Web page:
|US8873516||15 Oct 2010||28 Oct 2014||Adaptix, Inc.||Communication system using OFDM for one direction and DSSS for another direction|
|US8890744||15 May 2012||18 Nov 2014||James L. Geer||Method and apparatus for the detection of objects using electromagnetic wave attenuation patterns|
|US8891414||31 Dec 2012||18 Nov 2014||Adaptix, Inc.||Multi-carrier communications with adaptive cluster configuration and switching|
|US8913529||30 Apr 2008||16 Dec 2014||Qualcomm Incorporated||MIMO WLAN system|
|US8934329||13 Oct 2005||13 Jan 2015||Qualcomm Incorporated||Transmit diversity processing for a multi-antenna communication system|
|US8934375||2 Jun 2014||13 Jan 2015||Adaptix, Inc.||OFDMA with adaptive subcarrier-cluster configuration and selective loading|
|US8934445||23 May 2014||13 Jan 2015||Adaptix, Inc.||Multi-carrier communications with adaptive cluster configuration and switching|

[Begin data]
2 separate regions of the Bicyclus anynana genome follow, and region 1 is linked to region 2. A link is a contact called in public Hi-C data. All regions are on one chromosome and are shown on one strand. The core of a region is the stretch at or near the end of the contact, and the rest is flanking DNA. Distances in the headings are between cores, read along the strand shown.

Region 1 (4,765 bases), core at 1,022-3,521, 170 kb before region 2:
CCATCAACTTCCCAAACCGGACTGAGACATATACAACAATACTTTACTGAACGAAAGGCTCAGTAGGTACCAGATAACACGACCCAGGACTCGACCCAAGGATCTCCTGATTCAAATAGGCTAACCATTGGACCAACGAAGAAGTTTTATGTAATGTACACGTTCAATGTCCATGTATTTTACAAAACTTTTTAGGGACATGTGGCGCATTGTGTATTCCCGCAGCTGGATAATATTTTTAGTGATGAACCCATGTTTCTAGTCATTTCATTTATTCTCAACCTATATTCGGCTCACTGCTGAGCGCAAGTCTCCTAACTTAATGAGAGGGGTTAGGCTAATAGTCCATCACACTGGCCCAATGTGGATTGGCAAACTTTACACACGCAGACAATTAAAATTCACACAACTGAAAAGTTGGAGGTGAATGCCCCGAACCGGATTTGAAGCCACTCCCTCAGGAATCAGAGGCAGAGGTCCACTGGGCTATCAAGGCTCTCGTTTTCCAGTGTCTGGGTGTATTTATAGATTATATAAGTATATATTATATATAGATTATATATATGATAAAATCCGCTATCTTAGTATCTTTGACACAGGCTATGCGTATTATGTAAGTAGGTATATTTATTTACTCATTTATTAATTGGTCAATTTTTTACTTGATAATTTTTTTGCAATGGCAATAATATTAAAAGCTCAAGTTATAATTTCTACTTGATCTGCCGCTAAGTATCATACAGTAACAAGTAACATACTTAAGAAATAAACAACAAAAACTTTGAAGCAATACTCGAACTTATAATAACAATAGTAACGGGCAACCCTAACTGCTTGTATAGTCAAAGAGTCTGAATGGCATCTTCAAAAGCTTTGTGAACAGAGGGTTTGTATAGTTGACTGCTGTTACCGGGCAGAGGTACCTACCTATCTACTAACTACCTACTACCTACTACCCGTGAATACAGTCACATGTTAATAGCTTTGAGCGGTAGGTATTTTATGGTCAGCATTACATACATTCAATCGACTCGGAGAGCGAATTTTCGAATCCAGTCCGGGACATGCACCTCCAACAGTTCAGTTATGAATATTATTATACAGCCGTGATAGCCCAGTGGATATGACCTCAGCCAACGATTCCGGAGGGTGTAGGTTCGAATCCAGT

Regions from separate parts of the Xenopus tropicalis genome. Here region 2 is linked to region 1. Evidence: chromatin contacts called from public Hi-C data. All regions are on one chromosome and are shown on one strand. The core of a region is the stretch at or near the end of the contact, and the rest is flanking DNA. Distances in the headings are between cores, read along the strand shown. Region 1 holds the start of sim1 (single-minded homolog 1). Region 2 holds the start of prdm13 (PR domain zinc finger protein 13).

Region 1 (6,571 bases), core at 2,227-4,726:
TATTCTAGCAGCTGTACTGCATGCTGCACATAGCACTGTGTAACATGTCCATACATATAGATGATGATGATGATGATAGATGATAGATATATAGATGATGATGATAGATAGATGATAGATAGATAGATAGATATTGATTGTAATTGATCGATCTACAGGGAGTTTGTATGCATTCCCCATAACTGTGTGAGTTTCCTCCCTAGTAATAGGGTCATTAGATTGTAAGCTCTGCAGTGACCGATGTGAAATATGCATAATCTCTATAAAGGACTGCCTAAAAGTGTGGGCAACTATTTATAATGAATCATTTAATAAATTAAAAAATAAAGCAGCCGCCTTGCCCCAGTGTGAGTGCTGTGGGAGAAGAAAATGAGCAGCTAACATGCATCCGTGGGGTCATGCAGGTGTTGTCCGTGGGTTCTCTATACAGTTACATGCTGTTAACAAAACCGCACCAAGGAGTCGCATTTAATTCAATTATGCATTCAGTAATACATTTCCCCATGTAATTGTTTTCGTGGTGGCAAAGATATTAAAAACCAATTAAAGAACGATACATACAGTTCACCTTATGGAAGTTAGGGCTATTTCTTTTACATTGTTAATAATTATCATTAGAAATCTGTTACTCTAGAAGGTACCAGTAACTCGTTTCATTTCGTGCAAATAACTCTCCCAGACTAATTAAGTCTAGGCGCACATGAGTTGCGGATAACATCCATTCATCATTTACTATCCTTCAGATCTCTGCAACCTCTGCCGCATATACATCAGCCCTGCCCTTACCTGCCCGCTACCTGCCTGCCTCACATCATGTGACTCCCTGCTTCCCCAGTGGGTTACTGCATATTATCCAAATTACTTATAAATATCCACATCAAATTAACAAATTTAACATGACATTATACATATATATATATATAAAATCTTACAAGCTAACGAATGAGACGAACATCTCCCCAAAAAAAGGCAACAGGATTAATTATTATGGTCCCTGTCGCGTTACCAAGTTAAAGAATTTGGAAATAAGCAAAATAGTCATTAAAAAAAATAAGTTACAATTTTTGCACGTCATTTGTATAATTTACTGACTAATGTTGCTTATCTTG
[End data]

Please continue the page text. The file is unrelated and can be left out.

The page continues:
|US8953632||25 Mar 2013||10 Feb 2015||Sony Deutschland Gmbh||Pilot pattern design for a STTD scheme in an OFDM system|
|US8958386||23 May 2014||17 Feb 2015||Adaptix, Inc.||Multi-carrier communications with adaptive cluster configuration and switching|
|US8964719||12 Sep 2011||24 Feb 2015||Adaptix, Inc.||OFDMA with adaptive subcarrier-cluster configuration and selective loading|
|US8966550||27 Mar 2008||24 Feb 2015||Cisco Technology, Inc.||Home communication systems|
|US8977283||26 Sep 2012||10 Mar 2015||Qualcomm Incorporated||Scheduled and autonomous transmission and acknowledgement|
|US9002299||1 Oct 2004||7 Apr 2015||Cisco Technology, Inc.||Multiple antenna processing on transmit for wireless local area networks|
|US9013974||13 Aug 2014||21 Apr 2015||Qualcomm Incorporated||MIMO WLAN system|
|US9031097||29 Dec 2009||12 May 2015||Qualcomm Incorporated||MIMO system with multiple spatial multiplexing modes|
|US9048892||4 Apr 2013||2 Jun 2015||Qualcomm Incorporated||MIMO system with multiple spatial multiplexing modes|
|US9088314||21 Apr 2014||21 Jul 2015||At&T Mobility Ii Llc||System and method for data scrambling to reduce the crest factor in an OFDM waveform|
|US9130791||17 Mar 2007||8 Sep 2015||Qualcomm Incorporated||Uplink channel estimation using a signaling channel|
|US9154274||18 Jun 2013||6 Oct 2015||Qualcomm Incorporated||OFDM communication system with multiple OFDM symbol sizes|
|US9184820||7 May 2014||10 Nov 2015||Cisco Technology, Inc.||Spatio-temporal processing for communication|